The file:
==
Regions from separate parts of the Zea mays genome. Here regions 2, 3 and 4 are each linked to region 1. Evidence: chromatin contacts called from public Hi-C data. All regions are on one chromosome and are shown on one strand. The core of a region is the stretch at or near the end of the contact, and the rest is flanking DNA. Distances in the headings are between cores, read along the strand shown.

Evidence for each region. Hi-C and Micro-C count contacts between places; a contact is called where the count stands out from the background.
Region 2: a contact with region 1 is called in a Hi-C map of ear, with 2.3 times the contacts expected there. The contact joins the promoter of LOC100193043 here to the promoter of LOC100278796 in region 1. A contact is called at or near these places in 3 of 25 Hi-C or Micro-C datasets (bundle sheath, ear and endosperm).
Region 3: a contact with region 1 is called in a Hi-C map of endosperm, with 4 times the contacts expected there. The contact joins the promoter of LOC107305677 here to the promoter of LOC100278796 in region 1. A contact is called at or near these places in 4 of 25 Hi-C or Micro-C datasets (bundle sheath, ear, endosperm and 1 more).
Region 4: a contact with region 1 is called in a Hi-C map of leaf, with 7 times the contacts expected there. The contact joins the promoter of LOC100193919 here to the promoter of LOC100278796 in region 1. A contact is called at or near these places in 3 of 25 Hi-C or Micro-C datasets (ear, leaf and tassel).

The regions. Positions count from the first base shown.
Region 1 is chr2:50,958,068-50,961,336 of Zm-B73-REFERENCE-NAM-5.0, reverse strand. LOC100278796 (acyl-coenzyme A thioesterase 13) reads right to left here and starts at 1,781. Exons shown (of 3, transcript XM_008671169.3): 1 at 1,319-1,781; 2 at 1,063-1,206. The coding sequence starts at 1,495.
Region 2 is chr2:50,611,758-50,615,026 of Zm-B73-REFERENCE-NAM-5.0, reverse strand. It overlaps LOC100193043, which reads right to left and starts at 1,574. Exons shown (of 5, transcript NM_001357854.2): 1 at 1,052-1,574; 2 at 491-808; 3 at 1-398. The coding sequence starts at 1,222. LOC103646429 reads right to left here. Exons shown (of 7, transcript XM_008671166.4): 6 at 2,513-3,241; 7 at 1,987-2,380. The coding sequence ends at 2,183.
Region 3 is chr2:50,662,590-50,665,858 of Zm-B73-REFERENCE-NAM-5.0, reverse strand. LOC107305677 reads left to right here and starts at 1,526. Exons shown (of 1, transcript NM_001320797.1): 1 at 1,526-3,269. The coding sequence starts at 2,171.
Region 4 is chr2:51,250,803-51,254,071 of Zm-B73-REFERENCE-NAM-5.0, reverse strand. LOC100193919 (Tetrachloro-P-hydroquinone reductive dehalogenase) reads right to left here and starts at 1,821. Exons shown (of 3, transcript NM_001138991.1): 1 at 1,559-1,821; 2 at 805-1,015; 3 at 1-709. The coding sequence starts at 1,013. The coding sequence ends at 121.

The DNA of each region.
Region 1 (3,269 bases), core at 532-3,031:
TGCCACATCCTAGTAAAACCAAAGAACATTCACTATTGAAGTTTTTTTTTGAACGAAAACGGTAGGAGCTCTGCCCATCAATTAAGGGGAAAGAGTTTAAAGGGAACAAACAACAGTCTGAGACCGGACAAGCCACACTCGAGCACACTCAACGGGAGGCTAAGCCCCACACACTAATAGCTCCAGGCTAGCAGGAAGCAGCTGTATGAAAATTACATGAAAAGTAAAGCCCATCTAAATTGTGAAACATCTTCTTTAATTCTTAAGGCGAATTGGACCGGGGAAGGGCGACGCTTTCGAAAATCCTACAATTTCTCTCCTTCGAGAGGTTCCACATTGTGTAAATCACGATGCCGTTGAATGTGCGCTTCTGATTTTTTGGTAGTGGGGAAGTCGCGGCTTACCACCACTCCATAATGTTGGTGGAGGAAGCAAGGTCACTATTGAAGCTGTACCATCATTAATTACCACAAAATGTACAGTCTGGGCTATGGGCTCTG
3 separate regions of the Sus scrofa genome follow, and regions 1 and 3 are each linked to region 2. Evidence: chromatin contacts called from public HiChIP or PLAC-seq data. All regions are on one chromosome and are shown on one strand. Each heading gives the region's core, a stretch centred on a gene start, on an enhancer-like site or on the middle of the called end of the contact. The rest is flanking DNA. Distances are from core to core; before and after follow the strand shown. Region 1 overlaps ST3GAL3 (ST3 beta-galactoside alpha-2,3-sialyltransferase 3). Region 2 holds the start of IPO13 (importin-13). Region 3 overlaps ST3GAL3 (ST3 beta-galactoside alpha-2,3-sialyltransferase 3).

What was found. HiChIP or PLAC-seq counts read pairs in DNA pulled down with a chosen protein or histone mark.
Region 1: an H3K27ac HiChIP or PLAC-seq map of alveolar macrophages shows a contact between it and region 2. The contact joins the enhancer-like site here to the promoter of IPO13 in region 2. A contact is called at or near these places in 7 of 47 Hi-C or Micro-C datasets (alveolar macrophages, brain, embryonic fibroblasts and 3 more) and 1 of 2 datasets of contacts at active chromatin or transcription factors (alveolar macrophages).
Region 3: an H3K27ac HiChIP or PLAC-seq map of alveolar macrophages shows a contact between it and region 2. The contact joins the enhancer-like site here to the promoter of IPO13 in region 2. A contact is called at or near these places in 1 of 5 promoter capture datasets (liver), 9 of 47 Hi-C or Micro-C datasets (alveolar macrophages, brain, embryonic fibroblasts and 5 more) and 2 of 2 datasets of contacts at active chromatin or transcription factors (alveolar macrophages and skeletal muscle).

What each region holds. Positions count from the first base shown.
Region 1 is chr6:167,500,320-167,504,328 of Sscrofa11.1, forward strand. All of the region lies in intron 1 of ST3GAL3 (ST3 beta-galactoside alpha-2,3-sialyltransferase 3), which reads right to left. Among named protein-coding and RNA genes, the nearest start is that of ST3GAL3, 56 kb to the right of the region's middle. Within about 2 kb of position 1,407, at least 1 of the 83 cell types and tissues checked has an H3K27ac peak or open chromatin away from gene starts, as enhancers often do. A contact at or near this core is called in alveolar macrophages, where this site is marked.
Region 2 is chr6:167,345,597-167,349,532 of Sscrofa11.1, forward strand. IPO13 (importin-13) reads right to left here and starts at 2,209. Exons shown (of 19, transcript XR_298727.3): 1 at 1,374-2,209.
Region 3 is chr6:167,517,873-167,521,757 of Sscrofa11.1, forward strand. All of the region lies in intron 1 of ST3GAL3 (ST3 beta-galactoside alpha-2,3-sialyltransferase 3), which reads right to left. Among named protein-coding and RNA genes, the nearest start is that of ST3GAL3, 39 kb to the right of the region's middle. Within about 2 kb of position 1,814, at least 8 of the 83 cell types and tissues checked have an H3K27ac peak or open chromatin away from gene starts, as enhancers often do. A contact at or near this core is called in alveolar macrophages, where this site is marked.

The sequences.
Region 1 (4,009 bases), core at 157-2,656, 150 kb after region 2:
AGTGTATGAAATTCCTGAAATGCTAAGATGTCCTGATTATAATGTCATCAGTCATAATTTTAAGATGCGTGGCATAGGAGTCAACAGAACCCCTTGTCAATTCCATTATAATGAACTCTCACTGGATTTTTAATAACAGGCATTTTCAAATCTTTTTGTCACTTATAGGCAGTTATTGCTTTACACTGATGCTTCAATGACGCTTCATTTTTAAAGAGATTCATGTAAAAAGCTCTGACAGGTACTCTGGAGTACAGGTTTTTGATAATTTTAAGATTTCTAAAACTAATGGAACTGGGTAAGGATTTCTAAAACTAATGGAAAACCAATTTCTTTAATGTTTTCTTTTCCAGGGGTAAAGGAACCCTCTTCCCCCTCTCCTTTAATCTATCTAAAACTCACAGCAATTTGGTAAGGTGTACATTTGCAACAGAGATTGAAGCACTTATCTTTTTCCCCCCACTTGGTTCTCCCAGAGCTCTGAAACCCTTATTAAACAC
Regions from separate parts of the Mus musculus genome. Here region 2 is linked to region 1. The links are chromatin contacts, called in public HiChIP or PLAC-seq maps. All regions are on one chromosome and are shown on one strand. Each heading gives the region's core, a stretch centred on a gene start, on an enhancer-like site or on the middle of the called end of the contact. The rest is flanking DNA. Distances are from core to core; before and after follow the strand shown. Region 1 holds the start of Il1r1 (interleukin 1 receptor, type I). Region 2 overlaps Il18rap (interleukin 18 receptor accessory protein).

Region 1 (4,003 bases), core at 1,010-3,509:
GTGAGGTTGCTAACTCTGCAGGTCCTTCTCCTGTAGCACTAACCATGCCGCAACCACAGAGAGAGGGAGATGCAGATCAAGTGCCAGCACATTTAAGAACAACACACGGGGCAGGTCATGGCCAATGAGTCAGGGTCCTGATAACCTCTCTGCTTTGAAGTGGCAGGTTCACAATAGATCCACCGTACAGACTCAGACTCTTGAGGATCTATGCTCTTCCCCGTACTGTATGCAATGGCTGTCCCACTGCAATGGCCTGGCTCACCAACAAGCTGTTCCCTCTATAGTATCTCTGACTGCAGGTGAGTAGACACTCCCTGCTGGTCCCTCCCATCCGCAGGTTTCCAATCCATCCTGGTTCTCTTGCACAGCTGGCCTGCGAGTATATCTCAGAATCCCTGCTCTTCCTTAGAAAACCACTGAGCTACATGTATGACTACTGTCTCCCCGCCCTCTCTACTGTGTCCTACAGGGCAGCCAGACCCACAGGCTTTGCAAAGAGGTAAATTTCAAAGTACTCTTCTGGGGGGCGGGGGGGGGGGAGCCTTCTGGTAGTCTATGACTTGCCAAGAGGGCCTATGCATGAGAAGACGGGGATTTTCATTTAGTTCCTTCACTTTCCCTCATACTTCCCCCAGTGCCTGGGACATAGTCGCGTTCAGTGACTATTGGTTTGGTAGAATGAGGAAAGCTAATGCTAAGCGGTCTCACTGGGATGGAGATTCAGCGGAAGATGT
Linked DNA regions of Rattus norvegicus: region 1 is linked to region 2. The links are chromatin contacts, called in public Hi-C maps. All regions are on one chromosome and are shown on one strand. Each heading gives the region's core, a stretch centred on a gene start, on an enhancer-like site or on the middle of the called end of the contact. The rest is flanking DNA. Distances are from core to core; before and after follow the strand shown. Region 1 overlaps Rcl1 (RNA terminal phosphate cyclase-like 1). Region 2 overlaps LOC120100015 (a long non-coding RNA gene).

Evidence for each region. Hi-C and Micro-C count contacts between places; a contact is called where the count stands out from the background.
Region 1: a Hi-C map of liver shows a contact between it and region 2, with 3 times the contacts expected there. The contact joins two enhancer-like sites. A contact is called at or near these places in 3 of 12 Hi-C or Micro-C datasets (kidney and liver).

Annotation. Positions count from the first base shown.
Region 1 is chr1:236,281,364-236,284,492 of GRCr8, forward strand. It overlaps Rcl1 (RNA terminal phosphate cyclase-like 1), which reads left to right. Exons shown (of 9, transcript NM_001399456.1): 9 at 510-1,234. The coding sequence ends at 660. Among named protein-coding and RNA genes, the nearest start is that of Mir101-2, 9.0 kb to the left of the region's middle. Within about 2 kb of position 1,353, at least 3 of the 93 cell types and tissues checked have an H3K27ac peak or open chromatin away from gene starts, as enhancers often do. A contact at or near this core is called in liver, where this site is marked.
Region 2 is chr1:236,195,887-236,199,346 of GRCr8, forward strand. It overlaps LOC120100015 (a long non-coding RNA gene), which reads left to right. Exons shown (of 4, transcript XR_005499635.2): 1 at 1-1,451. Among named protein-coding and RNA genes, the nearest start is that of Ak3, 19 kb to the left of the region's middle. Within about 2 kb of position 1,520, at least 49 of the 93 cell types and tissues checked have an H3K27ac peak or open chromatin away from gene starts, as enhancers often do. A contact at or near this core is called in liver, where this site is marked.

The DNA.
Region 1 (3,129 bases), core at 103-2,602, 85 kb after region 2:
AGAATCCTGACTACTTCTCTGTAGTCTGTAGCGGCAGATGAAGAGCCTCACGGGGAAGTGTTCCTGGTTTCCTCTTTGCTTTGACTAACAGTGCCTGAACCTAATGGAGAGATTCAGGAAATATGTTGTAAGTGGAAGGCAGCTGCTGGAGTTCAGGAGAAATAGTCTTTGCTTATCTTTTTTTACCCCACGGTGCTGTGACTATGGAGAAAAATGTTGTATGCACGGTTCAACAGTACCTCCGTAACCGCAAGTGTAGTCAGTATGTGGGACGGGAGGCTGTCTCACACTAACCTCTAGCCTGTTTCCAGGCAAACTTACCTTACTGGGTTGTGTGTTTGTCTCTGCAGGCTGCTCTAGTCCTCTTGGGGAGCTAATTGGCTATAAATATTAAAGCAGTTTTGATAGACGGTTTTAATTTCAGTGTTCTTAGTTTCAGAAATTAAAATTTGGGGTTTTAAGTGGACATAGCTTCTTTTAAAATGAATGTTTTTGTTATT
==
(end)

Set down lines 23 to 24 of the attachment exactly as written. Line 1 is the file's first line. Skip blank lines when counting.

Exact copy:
Region 1 (4,009 bases), core at 157-2,656, 150 kb after region 2:
AGTGTATGAAATTCCTGAAATGCTAAGATGTCCTGATTATAATGTCATCAGTCATAATTTTAAGATGCGTGGCATAGGAGTCAACAGAACCCCTTGTCAATTCCATTATAATGAACTCTCACTGGATTTTTAATAACAGGCATTTTCAAATCTTTTTGTCACTTATAGGCAGTTATTGCTTTACACTGATGCTTCAATGACGCTTCATTTTTAAAGAGATTCATGTAAAAAGCTCTGACAGGTACTCTGGAGTACAGGTTTTTGATAATTTTAAGATTTCTAAAACTAATGGAACTGGGTAAGGATTTCTAAAACTAATGGAAAACCAATTTCTTTAATGTTTTCTTTTCCAGGGGTAAAGGAACCCTCTTCCCCCTCTCCTTTAATCTATCTAAAACTCACAGCAATTTGGTAAGGTGTACATTTGCAACAGAGATTGAAGCACTTATCTTTTTCCCCCCACTTGGTTCTCCCAGAGCTCTGAAACCCTTATTAAACAC